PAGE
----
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We are very good at taking care of others… but how well do we prioritize care of ourselves and our colleagues?

Posted By Natalie Levkovich, Sunday, March 10, 2013

As the name of our association proudly declares, Collaborative Family Healthcare Association has always seen the patient & family as integral to collaborative care. Long before the language of Patient-Centered Medical Home seeped into our lexicon, CFHA endorsed the centrality of the patient, the family and the community as determinants in the health of the population. Through research, policy and practice, CFHA has steadfastly advocated for the universal adoption of the values and practices that integrate a patient-centered perspective into the delivery of care. Effective adoption of this perspective requires providers to be proficient, efficient, present, compassionate and empathic in the practice of their profession.

So, as providers collaborate with patients, families and colleagues, what impact does their daily experience have on them as individuals, on their practice, on their families? As they offer support to their patients, absorb their stories, apply their professional judgment and implement empirically-supported interventions to help patients reflect on their goals and adopt more effective problem solving strategies, who helps the provider to reflect on the impact their work has on them? CFHA blogs and presentations have been devoted to the needs of family caregivers. What about the needs of professionals? Regrettably, in many if not most settings, little attention is paid or time set aside for clinical or reflective supervision.

Reflective supervision (RS) is particularly well suited to address the impact that repeated exposure to vulnerable patients and stressed environments has on the practitioner. RS seeks to embed reflective practice in the supervisory experience as a way to model parallel process and the inter-relatedness of all the relationships involved in collaborative care, including those of providers with supervisors as well as providers with patients/families and colleagues.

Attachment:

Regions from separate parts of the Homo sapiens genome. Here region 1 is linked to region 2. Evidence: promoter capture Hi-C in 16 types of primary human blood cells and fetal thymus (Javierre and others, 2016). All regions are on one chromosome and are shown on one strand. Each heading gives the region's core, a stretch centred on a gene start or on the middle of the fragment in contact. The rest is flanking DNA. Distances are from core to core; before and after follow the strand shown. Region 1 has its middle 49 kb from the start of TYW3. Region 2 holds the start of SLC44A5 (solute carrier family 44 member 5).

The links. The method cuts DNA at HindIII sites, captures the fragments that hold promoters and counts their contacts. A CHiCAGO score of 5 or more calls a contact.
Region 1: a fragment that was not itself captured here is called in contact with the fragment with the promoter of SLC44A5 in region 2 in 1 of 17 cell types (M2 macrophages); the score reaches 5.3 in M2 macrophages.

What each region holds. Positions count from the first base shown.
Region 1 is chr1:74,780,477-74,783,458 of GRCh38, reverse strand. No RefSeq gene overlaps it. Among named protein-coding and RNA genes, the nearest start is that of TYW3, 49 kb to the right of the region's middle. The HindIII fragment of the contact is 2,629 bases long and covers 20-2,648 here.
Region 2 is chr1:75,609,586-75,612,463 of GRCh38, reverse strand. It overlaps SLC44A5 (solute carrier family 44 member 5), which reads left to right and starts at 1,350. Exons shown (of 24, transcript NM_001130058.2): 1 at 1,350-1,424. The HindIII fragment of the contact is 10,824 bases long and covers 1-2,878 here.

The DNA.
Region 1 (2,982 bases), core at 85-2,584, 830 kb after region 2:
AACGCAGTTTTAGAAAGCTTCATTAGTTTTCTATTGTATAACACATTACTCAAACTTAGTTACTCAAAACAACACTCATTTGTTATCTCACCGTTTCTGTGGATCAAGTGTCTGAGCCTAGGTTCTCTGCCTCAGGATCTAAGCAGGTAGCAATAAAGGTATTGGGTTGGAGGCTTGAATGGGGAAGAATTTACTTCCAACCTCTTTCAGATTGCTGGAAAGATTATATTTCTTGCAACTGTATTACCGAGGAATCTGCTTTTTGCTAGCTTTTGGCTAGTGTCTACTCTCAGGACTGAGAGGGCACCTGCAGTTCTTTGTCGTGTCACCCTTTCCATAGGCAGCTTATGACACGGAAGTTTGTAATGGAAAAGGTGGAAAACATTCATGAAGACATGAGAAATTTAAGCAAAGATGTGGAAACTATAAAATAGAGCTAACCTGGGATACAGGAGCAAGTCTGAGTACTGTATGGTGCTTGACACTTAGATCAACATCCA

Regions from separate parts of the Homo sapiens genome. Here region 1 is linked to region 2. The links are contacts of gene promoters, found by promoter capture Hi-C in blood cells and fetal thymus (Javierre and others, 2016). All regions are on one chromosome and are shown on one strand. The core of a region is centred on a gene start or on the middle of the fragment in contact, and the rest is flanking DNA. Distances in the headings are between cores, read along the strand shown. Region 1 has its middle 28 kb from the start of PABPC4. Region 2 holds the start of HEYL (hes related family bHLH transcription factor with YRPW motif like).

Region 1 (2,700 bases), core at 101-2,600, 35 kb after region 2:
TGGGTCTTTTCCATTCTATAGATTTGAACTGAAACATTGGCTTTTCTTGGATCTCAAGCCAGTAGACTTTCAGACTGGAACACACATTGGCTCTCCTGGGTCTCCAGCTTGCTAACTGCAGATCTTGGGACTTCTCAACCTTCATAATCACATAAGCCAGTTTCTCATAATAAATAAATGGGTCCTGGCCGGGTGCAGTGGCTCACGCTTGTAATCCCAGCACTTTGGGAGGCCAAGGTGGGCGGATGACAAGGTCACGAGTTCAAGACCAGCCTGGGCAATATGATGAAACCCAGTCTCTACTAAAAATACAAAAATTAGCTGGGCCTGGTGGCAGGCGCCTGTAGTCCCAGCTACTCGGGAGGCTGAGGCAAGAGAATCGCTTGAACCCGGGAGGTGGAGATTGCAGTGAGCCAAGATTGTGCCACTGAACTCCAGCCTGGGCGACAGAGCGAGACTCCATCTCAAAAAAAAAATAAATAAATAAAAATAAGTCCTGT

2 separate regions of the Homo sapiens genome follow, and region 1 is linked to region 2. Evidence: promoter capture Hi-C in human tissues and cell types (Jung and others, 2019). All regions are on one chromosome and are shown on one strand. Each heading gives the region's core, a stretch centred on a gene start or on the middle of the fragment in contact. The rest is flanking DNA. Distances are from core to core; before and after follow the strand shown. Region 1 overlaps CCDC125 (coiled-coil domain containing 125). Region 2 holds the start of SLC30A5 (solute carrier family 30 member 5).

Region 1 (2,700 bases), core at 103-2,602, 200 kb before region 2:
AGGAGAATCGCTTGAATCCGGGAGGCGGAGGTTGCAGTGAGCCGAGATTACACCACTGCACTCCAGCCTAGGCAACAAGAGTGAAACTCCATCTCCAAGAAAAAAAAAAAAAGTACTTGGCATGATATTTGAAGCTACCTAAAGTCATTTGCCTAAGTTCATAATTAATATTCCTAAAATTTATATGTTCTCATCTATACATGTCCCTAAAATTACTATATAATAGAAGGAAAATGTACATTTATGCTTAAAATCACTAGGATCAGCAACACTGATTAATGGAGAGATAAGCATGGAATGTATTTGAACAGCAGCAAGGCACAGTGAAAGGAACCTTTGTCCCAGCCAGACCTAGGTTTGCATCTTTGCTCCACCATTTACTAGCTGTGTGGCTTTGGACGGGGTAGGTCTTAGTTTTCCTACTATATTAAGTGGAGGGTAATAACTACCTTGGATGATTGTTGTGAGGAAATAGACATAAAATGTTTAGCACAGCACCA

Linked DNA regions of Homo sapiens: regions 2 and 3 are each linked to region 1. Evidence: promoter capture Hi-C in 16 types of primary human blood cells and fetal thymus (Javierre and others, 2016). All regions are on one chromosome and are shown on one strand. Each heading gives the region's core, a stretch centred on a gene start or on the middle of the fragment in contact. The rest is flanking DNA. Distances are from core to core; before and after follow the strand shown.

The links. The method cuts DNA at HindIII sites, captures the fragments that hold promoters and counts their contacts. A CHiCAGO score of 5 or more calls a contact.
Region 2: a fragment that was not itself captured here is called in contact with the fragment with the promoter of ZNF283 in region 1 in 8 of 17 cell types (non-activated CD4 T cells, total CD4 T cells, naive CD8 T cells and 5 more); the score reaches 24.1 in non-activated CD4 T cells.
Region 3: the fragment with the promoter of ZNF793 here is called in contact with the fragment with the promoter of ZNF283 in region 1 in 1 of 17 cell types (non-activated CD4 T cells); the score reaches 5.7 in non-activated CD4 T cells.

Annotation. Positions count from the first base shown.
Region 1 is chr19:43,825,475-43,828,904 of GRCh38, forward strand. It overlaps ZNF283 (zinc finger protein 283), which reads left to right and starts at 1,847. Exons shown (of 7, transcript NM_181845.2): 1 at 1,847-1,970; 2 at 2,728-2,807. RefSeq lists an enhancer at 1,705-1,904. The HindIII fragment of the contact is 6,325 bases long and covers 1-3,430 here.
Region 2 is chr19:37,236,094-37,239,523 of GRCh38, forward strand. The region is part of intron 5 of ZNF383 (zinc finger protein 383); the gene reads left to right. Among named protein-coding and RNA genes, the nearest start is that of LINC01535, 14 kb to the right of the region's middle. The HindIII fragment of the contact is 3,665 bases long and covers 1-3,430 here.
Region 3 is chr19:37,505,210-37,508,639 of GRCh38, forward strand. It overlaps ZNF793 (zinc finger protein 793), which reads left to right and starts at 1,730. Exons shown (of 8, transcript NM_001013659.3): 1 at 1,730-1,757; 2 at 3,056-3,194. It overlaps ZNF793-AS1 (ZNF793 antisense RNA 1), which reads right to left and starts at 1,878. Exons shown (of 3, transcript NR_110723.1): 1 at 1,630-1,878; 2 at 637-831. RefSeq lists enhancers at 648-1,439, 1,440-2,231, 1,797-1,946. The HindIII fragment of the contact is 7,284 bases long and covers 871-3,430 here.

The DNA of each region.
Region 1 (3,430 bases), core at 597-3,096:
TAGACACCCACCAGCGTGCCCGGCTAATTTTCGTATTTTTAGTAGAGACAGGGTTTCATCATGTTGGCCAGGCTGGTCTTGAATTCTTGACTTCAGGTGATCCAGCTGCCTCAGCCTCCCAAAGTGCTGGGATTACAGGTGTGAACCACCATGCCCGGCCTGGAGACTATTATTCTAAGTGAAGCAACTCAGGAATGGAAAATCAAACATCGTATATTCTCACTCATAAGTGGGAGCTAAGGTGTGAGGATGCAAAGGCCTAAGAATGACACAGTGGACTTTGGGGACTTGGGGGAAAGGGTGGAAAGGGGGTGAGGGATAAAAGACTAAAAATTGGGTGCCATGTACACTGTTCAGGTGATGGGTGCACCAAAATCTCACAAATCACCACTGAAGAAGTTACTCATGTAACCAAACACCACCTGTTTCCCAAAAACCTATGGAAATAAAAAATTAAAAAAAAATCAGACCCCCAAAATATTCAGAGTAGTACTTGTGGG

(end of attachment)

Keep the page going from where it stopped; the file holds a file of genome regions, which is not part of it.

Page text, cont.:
Reflective supervision
Reflective supervision is particularly well suited to address the impact that repeated exposure to vulnerable patients and stressed environments has on the practitioner.

In fact, the supervisory relationship should mirror the desired relationship between provider and patient. RS specifically attends to the emotional content of the work and how providers’ emotional responses directly affect the care they deliver. RS practices involve establishing an expectation of regularity, emotional safety, validation and collaboration that includes a supervisor guiding the supervisee, in the context of case review, to examine his/her own feeling and values and how to use that self-awareness to serve the best interests of the client.

While the mode and nomenclature of RS grew out of early childhood services, the importance of reflective practice as a critical component of effective practice is also noted in literature about education and supervision of healthcare practitioners (see Patricia McClure’s article "Reflection on PRACTICE) Growing evidence of the importance and efficacy of RS for identifying and reducing burnout, vicarious trauma and secondary traumatic stress is resulting in its gradual spread to other fields of human service. To learn more, read a brief but excellent white paper that outlines the practices and values of RS as a trauma-informed practice and provides additional references. Further, The National Child Traumatic Stress Network endorses RS as a critical component of preventing and addressing secondary traumatic stress among workers who are affected by repeated exposure to their clients’ traumatic histories, see here.